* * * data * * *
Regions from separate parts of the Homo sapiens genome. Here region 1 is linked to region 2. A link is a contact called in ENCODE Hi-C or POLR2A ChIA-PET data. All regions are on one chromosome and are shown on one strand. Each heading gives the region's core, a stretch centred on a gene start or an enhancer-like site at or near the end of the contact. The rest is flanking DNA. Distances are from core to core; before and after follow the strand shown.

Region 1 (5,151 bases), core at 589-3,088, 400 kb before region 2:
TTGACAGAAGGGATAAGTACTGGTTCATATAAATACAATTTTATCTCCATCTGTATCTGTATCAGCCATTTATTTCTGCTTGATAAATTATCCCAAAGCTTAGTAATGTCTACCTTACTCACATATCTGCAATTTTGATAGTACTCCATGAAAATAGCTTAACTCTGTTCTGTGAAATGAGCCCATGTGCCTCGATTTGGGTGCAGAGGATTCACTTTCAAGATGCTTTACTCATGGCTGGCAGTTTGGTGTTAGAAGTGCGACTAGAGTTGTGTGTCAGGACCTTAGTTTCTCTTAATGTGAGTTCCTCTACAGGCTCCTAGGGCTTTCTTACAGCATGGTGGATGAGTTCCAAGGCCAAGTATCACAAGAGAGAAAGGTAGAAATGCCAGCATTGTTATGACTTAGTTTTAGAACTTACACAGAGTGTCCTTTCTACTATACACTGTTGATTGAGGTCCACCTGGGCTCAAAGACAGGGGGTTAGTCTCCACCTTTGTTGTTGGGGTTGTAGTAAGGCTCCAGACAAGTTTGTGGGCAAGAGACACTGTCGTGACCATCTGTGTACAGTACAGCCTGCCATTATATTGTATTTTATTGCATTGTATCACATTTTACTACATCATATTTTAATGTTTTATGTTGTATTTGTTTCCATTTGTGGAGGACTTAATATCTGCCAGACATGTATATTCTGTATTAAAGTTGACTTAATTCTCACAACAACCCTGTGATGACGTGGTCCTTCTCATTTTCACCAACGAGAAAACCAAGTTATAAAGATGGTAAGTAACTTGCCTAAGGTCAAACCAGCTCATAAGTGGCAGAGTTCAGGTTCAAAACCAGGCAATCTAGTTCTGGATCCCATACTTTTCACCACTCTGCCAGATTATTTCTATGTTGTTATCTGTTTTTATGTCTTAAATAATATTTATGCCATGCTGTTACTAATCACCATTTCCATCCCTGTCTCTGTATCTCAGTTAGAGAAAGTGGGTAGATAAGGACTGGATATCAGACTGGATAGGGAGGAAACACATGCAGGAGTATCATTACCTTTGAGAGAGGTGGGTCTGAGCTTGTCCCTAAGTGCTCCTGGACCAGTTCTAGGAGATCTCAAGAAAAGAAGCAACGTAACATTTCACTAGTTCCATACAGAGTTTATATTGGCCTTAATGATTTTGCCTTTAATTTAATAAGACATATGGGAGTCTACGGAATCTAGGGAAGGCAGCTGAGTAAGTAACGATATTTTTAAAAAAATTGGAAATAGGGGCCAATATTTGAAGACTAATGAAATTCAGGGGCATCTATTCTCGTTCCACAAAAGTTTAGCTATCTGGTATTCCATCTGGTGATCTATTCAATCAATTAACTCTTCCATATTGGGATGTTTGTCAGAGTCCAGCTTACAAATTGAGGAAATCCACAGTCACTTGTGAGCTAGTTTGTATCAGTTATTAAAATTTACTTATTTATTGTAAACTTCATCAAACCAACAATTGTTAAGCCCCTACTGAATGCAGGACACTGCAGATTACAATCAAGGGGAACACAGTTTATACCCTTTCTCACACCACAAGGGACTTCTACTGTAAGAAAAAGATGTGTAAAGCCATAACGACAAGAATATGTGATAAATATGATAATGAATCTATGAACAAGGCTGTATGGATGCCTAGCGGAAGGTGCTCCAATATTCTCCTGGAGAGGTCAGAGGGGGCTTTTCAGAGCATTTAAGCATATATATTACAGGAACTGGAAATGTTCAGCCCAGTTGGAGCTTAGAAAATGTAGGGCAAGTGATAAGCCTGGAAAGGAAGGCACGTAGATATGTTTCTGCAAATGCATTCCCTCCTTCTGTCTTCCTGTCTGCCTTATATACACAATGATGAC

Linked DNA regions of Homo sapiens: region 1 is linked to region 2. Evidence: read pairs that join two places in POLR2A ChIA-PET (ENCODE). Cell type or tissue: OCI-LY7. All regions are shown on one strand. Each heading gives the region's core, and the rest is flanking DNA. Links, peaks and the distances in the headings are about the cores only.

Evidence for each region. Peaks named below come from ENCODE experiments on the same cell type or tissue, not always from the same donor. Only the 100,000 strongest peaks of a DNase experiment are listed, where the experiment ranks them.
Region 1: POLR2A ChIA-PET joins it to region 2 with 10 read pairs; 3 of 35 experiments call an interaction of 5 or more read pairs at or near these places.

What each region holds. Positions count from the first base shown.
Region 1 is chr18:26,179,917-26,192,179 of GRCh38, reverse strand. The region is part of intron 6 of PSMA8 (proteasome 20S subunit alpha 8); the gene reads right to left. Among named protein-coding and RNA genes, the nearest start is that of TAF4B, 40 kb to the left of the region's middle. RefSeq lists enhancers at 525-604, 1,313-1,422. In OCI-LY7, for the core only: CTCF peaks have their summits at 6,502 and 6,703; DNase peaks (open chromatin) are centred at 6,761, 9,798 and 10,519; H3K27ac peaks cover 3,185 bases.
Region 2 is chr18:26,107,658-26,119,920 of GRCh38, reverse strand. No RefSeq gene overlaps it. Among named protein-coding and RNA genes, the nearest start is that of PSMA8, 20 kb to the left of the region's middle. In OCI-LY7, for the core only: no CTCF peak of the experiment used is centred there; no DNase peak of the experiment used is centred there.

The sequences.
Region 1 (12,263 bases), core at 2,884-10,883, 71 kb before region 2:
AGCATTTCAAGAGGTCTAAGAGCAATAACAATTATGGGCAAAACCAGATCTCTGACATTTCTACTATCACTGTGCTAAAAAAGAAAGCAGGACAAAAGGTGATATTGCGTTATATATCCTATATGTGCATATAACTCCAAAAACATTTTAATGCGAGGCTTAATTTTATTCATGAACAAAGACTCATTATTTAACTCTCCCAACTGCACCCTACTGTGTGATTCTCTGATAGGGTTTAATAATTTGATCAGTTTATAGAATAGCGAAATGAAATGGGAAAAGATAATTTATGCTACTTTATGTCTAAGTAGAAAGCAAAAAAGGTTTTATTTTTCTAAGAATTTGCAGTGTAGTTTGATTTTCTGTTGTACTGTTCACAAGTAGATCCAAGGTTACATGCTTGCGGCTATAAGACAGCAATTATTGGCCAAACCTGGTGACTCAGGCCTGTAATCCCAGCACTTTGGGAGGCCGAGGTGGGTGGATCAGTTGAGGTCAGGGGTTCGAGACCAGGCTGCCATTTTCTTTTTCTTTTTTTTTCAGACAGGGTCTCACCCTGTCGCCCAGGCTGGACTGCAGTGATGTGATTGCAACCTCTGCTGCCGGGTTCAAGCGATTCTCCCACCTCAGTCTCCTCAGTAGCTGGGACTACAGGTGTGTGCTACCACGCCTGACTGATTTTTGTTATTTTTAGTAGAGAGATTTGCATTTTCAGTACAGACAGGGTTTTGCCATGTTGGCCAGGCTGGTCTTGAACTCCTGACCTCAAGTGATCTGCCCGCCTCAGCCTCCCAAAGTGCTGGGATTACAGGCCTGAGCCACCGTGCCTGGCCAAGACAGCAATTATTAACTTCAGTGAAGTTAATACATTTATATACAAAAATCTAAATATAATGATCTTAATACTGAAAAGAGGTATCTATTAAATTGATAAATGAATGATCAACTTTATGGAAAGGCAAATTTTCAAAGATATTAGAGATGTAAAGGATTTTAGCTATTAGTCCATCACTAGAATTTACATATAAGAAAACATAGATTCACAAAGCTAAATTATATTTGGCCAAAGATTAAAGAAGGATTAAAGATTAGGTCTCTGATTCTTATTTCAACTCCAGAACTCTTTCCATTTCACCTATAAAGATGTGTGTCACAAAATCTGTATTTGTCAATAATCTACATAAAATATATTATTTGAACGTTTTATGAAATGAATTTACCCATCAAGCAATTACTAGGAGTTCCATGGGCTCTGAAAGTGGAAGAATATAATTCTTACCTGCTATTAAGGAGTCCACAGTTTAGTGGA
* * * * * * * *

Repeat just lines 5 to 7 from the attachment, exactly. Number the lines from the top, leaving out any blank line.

Evidence for each region. Peaks named below come from ENCODE experiments on the same cell type or tissue, not always from the same donor. Only the 100,000 strongest peaks of a DNase experiment are listed, where the experiment ranks them.
Region 1: POLR2A ChIA-PET joins it to region 2 with 10 read pairs; 3 of 35 experiments call an interaction of 5 or more read pairs at or near these places.

What each region holds. Positions count from the first base shown.